That's one of the best things about fall clothes, in fact - they're striking, but there's never anything gimmicky or overdone about them. Designers have returned to classic, smart dressing; they're offering women outfits this autumn that aren't going to look dated by next year. The season has been tailored to fit the investment dresser who wants to get fashion longevity for her money.
Even coat styles are classic. The trapeze, the cape and the trench are back in the spotlight in lengths clearly designed for comfort and practicality on chilly and inclement days. Furs also come in dozens of different stylish silhouettes. Indeed, these days a woman can find almost any style she desires interpreted in precious pelts.
Furs are being worn for all occasions now - not just special evenings. But whether a woman puts on a little fur jacket to run to the supermarket or an elegant topper to go to the opera, she's going to feel elegant. That's the wonderful thing about fur - always has been and always will be. It makes you feel special and every occasion seem special, no matter where you're going.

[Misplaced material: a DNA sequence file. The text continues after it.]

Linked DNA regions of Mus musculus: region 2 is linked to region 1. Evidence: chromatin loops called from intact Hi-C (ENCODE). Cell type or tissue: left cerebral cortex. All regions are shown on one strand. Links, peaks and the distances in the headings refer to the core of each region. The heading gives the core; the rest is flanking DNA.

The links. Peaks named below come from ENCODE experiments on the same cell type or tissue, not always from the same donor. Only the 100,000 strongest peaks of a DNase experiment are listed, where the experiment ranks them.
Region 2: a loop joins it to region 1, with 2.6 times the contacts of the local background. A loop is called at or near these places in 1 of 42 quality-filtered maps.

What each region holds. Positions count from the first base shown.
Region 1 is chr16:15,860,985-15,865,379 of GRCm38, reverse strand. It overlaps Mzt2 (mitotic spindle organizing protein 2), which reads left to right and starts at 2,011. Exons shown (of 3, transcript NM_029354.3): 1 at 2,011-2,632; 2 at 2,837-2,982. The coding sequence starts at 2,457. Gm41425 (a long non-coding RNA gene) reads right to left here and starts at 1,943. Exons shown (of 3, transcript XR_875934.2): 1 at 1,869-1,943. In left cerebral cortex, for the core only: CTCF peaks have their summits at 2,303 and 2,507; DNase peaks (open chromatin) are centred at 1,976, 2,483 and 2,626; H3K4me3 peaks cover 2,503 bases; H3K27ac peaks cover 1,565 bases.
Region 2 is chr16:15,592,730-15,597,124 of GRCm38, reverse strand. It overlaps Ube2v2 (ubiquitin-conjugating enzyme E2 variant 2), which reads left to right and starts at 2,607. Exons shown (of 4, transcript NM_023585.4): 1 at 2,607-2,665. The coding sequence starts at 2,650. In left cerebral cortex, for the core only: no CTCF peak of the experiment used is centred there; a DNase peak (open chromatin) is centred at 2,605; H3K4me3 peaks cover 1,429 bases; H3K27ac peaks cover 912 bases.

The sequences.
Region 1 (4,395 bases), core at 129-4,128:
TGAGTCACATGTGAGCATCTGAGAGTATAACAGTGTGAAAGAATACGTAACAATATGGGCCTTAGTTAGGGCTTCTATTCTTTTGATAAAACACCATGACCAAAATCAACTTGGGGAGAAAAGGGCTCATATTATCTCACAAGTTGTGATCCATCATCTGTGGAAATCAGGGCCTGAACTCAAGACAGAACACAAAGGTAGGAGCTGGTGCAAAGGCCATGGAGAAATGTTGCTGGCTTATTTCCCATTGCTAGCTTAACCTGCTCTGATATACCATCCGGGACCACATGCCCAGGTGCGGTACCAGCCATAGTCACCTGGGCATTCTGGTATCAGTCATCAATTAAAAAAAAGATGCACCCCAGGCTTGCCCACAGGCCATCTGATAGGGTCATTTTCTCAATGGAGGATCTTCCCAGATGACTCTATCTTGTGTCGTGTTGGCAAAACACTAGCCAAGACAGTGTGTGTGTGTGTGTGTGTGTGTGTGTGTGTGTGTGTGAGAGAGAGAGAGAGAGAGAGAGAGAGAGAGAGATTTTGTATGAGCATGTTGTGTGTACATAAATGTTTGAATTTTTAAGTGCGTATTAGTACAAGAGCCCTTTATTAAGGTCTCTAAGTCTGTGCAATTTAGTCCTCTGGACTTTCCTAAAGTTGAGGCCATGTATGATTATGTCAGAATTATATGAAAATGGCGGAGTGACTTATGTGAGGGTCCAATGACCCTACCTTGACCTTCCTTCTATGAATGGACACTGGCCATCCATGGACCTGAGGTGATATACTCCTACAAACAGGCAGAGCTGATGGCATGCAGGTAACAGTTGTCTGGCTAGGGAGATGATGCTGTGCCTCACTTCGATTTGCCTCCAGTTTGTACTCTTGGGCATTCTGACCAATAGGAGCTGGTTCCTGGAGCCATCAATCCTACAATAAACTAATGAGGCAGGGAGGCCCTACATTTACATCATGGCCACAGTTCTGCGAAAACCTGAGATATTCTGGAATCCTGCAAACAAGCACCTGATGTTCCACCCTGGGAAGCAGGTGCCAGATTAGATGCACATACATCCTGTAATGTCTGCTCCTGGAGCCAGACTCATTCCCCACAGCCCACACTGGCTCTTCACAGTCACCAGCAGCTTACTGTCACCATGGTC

No wonder it brought down the house when models donned foxes and minks and such for the finale of the Town Club show.
Planning the show, "Fantastic Fashions," were Mrs. Martin C. Lindem, chairman, and Mrs. Robert Gordon, co-chairman.
Assisting were Mrs. Daniel K. Brown, luncheon chairman; Mrs. William G. McCarty, models chairman; Mrs. Robert W. Elliott and Mrs. Robert H. Lamb, decorations; Mrs. James B. Rains, production; Mrs. Vincent L. Rees, publicity; Mrs. W. Hague Ellis, reservations; and Mrs. Thomas C. Moseley, programs.
Town Club members who modeled were Mrs. John B. Stressenger, Mrs. Pat Cummings, Mrs. Jack Coombs, Mrs. Donald Rosenblatt, Mrs. Robert Gordon, Mrs. Richard Weggeland, Mrs. Carl Woolsey, Mrs. Stephen W. Ridges, Mrs. Max J. Smith, Mrs. James Rex Miller, Mrs. D. Armstrong Penney, Mrs. Robert Griffiths, Mrs. Russell P. Calame, Mrs. Hal S. Bennett and Mrs. Susan W. Steele.